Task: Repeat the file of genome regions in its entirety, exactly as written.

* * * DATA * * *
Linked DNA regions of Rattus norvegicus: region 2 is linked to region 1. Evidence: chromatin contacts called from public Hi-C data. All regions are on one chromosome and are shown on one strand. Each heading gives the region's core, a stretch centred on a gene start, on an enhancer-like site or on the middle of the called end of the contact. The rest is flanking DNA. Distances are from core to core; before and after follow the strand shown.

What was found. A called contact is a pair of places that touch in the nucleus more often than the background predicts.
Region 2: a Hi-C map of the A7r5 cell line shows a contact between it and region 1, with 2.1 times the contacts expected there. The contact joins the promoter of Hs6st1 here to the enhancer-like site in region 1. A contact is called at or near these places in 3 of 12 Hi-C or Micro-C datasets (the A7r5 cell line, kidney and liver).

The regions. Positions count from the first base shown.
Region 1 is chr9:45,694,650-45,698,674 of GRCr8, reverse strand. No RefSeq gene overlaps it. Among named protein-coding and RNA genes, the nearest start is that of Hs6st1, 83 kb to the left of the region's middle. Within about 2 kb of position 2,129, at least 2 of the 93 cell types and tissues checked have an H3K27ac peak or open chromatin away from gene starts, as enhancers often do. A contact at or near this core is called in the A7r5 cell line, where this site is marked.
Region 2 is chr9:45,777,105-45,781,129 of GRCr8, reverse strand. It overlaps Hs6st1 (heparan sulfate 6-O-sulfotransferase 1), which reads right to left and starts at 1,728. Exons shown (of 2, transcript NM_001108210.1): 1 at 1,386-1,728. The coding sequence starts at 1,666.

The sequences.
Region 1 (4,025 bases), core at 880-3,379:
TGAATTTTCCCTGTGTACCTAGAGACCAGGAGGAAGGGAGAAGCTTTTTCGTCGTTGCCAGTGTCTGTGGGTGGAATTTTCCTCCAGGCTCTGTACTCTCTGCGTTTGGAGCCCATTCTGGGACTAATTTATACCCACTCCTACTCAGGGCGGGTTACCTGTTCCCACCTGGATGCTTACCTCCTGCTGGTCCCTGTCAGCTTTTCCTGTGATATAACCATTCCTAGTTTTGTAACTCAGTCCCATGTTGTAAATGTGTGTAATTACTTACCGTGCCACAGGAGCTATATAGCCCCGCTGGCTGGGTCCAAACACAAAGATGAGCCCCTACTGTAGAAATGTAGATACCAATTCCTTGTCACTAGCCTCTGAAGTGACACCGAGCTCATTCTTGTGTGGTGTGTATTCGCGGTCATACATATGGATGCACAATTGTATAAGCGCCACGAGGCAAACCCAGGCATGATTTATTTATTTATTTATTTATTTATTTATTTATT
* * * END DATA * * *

Linked DNA regions of Rattus norvegicus: region 2 is linked to region 1. Evidence: chromatin contacts called from public Hi-C data. All regions are on one chromosome and are shown on one strand. Each heading gives the region's core, a stretch centred on a gene start, on an enhancer-like site or on the middle of the called end of the contact. The rest is flanking DNA. Distances are from core to core; before and after follow the strand shown.

What was found. A called contact is a pair of places that touch in the nucleus more often than the background predicts.
Region 2: a Hi-C map of the A7r5 cell line shows a contact between it and region 1, with 2.1 times the contacts expected there. The contact joins the promoter of Hs6st1 here to the enhancer-like site in region 1. A contact is called at or near these places in 3 of 12 Hi-C or Micro-C datasets (the A7r5 cell line, kidney and liver).

The regions. Positions count from the first base shown.
Region 1 is chr9:45,694,650-45,698,674 of GRCr8, reverse strand. No RefSeq gene overlaps it. Among named protein-coding and RNA genes, the nearest start is that of Hs6st1, 83 kb to the left of the region's middle. Within about 2 kb of position 2,129, at least 2 of the 93 cell types and tissues checked have an H3K27ac peak or open chromatin away from gene starts, as enhancers often do. A contact at or near this core is called in the A7r5 cell line, where this site is marked.
Region 2 is chr9:45,777,105-45,781,129 of GRCr8, reverse strand. It overlaps Hs6st1 (heparan sulfate 6-O-sulfotransferase 1), which reads right to left and starts at 1,728. Exons shown (of 2, transcript NM_001108210.1): 1 at 1,386-1,728. The coding sequence starts at 1,666.

The sequences.
Region 1 (4,025 bases), core at 880-3,379:
TGAATTTTCCCTGTGTACCTAGAGACCAGGAGGAAGGGAGAAGCTTTTTCGTCGTTGCCAGTGTCTGTGGGTGGAATTTTCCTCCAGGCTCTGTACTCTCTGCGTTTGGAGCCCATTCTGGGACTAATTTATACCCACTCCTACTCAGGGCGGGTTACCTGTTCCCACCTGGATGCTTACCTCCTGCTGGTCCCTGTCAGCTTTTCCTGTGATATAACCATTCCTAGTTTTGTAACTCAGTCCCATGTTGTAAATGTGTGTAATTACTTACCGTGCCACAGGAGCTATATAGCCCCGCTGGCTGGGTCCAAACACAAAGATGAGCCCCTACTGTAGAAATGTAGATACCAATTCCTTGTCACTAGCCTCTGAAGTGACACCGAGCTCATTCTTGTGTGGTGTGTATTCGCGGTCATACATATGGATGCACAATTGTATAAGCGCCACGAGGCAAACCCAGGCATGATTTATTTATTTATTTATTTATTTATTTATTTATT